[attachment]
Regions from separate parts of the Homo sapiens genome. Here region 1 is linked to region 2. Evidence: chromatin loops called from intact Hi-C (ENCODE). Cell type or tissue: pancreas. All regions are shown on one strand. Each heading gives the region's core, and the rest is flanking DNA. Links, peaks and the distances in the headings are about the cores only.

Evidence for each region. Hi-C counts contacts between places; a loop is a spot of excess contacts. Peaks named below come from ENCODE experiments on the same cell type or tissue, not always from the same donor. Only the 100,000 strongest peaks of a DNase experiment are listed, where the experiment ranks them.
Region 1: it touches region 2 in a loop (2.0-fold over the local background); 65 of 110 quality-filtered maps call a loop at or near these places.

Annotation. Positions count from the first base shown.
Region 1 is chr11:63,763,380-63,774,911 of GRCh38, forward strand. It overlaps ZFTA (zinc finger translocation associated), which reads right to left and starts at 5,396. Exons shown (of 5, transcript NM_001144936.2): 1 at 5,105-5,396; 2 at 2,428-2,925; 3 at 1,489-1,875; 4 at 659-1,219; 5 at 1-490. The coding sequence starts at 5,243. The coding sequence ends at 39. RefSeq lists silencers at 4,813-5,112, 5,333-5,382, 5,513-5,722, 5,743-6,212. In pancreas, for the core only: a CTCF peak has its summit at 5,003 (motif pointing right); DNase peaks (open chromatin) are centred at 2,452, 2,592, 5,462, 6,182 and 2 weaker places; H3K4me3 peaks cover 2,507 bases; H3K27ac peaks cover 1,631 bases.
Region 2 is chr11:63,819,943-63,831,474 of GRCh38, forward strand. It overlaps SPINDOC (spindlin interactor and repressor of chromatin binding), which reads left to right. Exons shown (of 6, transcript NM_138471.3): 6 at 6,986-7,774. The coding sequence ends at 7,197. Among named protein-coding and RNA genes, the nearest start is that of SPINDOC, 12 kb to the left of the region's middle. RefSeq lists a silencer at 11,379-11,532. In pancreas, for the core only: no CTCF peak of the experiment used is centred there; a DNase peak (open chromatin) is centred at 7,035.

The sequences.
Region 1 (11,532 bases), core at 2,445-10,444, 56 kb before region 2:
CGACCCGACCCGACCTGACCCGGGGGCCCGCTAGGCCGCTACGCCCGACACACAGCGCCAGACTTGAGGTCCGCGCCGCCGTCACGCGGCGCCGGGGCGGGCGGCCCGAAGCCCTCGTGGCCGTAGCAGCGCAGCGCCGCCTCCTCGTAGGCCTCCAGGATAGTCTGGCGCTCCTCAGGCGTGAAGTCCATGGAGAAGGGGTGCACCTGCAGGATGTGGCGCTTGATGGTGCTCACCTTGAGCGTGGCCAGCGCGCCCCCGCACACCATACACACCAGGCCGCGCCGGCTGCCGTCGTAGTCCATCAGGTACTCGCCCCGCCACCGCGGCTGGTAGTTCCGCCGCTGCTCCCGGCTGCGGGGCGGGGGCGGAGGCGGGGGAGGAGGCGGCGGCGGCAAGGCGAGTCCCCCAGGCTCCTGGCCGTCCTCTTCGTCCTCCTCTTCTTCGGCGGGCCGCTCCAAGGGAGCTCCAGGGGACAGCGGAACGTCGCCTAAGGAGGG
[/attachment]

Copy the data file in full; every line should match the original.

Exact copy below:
Regions from separate parts of the Homo sapiens genome. Here region 1 is linked to region 2. Evidence: chromatin loops called from intact Hi-C (ENCODE). Cell type or tissue: pancreas. All regions are shown on one strand. Each heading gives the region's core, and the rest is flanking DNA. Links, peaks and the distances in the headings are about the cores only.

Evidence for each region. Hi-C counts contacts between places; a loop is a spot of excess contacts. Peaks named below come from ENCODE experiments on the same cell type or tissue, not always from the same donor. Only the 100,000 strongest peaks of a DNase experiment are listed, where the experiment ranks them.
Region 1: it touches region 2 in a loop (2.0-fold over the local background); 65 of 110 quality-filtered maps call a loop at or near these places.

Annotation. Positions count from the first base shown.
Region 1 is chr11:63,763,380-63,774,911 of GRCh38, forward strand. It overlaps ZFTA (zinc finger translocation associated), which reads right to left and starts at 5,396. Exons shown (of 5, transcript NM_001144936.2): 1 at 5,105-5,396; 2 at 2,428-2,925; 3 at 1,489-1,875; 4 at 659-1,219; 5 at 1-490. The coding sequence starts at 5,243. The coding sequence ends at 39. RefSeq lists silencers at 4,813-5,112, 5,333-5,382, 5,513-5,722, 5,743-6,212. In pancreas, for the core only: a CTCF peak has its summit at 5,003 (motif pointing right); DNase peaks (open chromatin) are centred at 2,452, 2,592, 5,462, 6,182 and 2 weaker places; H3K4me3 peaks cover 2,507 bases; H3K27ac peaks cover 1,631 bases.
Region 2 is chr11:63,819,943-63,831,474 of GRCh38, forward strand. It overlaps SPINDOC (spindlin interactor and repressor of chromatin binding), which reads left to right. Exons shown (of 6, transcript NM_138471.3): 6 at 6,986-7,774. The coding sequence ends at 7,197. Among named protein-coding and RNA genes, the nearest start is that of SPINDOC, 12 kb to the left of the region's middle. RefSeq lists a silencer at 11,379-11,532. In pancreas, for the core only: no CTCF peak of the experiment used is centred there; a DNase peak (open chromatin) is centred at 7,035.

The sequences.
Region 1 (11,532 bases), core at 2,445-10,444, 56 kb before region 2:
CGACCCGACCCGACCTGACCCGGGGGCCCGCTAGGCCGCTACGCCCGACACACAGCGCCAGACTTGAGGTCCGCGCCGCCGTCACGCGGCGCCGGGGCGGGCGGCCCGAAGCCCTCGTGGCCGTAGCAGCGCAGCGCCGCCTCCTCGTAGGCCTCCAGGATAGTCTGGCGCTCCTCAGGCGTGAAGTCCATGGAGAAGGGGTGCACCTGCAGGATGTGGCGCTTGATGGTGCTCACCTTGAGCGTGGCCAGCGCGCCCCCGCACACCATACACACCAGGCCGCGCCGGCTGCCGTCGTAGTCCATCAGGTACTCGCCCCGCCACCGCGGCTGGTAGTTCCGCCGCTGCTCCCGGCTGCGGGGCGGGGGCGGAGGCGGGGGAGGAGGCGGCGGCGGCAAGGCGAGTCCCCCAGGCTCCTGGCCGTCCTCTTCGTCCTCCTCTTCTTCGGCGGGCCGCTCCAAGGGAGCTCCAGGGGACAGCGGAACGTCGCCTAAGGAGGG